A Tale in a Store

applesSuch a beautiful morning to drive to my favorite store. Got out of the vehicle and held my pants with one hand while pushed the door with the free one. So what if the guy parked next to me spilled his coffee while watching? Is it forbidden to wear your jeans even though they were made for the Barbie-dolls-kind-of-princesses?

Lifted my head high with confidence and walked to the sidewalk carrying my bags. I am one of the 48% of the Californians who voted to keep the plastic bags in place. But who cared? Since my own flesh and blood voted for a clean environment.
Never mind.

Stepped in the store and remembered my Black Friday shopping approach. As some of you already read about it, that went well.
I’m looking for persimmons. And just in case they don’t have them, I’m ready to lower my standards and get a few apples.
Then this guy catches my eye. Tall, in his eighties, wearing an old model preacher-kind-of suit, no tie, but clean and melancholic, we cross our paths for a few times. He reminds me of my grandfather in his church clothes. Grandma even buried him in them.

I can’t find persimmons. Get apples and stand in the line at the only open register. The man who is checking out is the spiffy one.
An elderly woman in her late seventies is between us. We both wear the same kind of jeans.
The man and the cashier talk about the cold weather and soon after he is on his way out.
“Such a gentleman in a suit.” the lady can’t help herself and continues, “This is so rare these days.”
The cashier picks up the idea.
“Oh, yes, he looks so well put together.”
The shopper is still in awe. “I like a man who knows how to wear a good outfit. I bet he opens the door for a woman.”
She finally leaves.

When I get out, I can see her walking through the parking lot and searching the perimeter with her eyes. Maybe he is still there.
This is what a grocery store can do to a woman.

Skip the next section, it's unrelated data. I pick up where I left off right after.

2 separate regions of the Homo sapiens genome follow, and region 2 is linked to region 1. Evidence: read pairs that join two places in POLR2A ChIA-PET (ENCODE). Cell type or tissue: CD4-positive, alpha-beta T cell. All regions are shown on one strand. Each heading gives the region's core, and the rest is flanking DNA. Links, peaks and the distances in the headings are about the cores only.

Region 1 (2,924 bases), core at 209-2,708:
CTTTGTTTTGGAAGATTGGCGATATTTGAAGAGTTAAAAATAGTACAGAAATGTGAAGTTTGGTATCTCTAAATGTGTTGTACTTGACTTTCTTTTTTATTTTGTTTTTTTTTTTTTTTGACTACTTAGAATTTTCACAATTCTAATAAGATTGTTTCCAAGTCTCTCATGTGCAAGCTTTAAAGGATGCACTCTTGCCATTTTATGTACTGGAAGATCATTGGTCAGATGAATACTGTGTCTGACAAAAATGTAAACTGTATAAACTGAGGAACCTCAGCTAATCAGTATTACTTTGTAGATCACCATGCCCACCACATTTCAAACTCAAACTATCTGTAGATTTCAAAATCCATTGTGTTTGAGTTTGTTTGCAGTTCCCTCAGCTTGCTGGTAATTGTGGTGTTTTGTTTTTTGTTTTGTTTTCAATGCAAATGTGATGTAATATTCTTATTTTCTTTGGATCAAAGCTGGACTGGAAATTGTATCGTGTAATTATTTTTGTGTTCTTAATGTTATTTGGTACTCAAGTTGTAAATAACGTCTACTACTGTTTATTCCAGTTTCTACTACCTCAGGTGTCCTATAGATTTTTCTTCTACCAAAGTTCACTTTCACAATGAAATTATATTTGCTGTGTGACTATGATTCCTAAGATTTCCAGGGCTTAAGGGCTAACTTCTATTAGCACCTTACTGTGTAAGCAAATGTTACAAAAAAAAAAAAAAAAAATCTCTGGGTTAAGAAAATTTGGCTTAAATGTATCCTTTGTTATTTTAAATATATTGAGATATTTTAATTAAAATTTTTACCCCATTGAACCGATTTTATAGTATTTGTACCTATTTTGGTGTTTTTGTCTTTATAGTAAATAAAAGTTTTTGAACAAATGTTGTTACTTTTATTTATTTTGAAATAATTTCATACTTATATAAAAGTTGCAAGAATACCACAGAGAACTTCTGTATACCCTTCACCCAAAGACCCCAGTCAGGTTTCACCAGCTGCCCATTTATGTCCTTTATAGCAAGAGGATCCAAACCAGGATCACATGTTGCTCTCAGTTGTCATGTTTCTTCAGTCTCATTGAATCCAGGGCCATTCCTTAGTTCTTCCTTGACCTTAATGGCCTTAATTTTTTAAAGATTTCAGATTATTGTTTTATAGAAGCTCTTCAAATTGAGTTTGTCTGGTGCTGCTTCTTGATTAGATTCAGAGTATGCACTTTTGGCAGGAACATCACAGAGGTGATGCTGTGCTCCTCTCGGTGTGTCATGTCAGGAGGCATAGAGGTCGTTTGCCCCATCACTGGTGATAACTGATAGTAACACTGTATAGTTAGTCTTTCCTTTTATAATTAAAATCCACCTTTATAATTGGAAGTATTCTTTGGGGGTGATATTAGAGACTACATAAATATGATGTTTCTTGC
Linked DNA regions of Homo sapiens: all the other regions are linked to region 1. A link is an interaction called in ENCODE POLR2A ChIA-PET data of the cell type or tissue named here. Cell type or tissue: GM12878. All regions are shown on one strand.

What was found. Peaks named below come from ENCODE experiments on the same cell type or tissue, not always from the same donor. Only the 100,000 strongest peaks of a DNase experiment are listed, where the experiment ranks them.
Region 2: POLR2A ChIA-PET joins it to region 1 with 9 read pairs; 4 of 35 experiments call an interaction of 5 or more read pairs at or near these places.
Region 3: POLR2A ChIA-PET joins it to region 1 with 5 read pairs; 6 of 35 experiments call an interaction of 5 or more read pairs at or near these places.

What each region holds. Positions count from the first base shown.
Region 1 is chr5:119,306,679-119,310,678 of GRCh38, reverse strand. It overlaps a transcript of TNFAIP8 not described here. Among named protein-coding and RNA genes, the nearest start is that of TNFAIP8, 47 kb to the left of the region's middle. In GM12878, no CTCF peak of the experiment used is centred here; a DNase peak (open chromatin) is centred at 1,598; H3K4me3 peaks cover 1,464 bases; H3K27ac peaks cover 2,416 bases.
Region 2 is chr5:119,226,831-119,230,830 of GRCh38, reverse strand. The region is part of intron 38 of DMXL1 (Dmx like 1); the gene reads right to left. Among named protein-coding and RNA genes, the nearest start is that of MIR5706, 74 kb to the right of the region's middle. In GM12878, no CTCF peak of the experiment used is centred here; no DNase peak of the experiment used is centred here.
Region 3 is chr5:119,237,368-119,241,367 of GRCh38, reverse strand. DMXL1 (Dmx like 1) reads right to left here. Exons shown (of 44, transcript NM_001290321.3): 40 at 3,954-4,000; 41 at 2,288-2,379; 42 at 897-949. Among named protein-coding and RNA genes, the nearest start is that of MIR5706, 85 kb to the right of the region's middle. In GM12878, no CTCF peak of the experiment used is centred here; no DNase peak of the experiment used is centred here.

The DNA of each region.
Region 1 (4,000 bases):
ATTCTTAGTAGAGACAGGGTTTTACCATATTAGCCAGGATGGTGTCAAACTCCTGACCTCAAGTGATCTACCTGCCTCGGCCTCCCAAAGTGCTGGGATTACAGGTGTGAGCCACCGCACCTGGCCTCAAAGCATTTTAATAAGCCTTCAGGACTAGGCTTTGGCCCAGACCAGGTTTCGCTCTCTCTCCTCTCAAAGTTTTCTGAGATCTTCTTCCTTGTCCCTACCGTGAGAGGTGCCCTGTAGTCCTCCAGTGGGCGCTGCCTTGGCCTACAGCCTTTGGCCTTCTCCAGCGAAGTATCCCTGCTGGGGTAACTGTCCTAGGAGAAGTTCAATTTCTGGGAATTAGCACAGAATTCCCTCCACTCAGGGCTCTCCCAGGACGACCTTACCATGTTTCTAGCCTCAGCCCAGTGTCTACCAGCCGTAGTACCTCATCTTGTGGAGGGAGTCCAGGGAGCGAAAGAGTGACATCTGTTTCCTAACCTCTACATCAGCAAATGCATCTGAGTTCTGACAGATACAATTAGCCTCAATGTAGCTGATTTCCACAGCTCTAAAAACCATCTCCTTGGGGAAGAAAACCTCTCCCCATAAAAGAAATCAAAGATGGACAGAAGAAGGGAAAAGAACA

Her First Letter to Santa

Christmas Child Write Letter to Santa Claus, Kid in Santa Hat WrThis is what my granddaughter, who just learned the letters, told me she was going to write in her first letter to Santa.
“Buni, I’m going to ask Santa to bring you one thousand babies.”
I roll my eyes. How does she know that number?
“No, thank you. Ask something for yourself.”
She is unmovable in her decision. When she smiles, I can see that one of her new teeth is bigger than the others. She is adorable. I keep frowning and shaking my head.
“Don’t do it, Katelin Hope.”
She doesn’t care. She has the power.
“Then I’ll come and see you with all those babies in your arms. They will even pull your hair.”
“Noooo!” I whisper. I hold her hands and beg. “You need to help me care for all the babies.”
She takes a deep breath of satisfaction.
“Then I’ll go home.”

I Was Santa

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Years ago it was a shortage of “Santas” at the school where I was teaching. The elementary teachers were trying to find somebody to play that role for their students’ Christmas pageant. A year before they hired a Santa from a cab company but, with his jeans sticking out under Santa’s pants and with not so many skills to fit in “Santa’s shoes,” the school didn’t want to take that risk again.

I didn’t know how that happened, but I decided to be Santa. My colleagues received my idea with enthusiasm, so I went and bought a Santa suit for myself. They said I looked “good.”

The school celebrations with me as Santa turned out hilarious. None of the children nor their parents recognized me, as I performed my role with a deep voice. I remembered this little girl looking at me in awe.

“Santa, you are so beautiful.”

I barely could keep from laughing and was thankful for the long beard that covered my face up to my eyes.

A few parents waited for me at the end and hired me to drop by their house on Christmas Eve. One of them planned to be my driver for that evening. When some of my friends heard about my new hobby, they put their names on my list, too.

It was Christmas Eve and we were singing carols at my church. After a while I rushed in one of the rooms and changed into Santa’s suit. A car was waiting for me outside in the snow.

We rolled from one address to another. The children were delighted to have Santa come by with gifts. They recited poems and sang carols and I had a blast.

I kept being Santa for the next few years until we moved far away.

There are still former students among my friends on the social media who greet me with “Ho! Ho! Ho!”

Merry Christmas!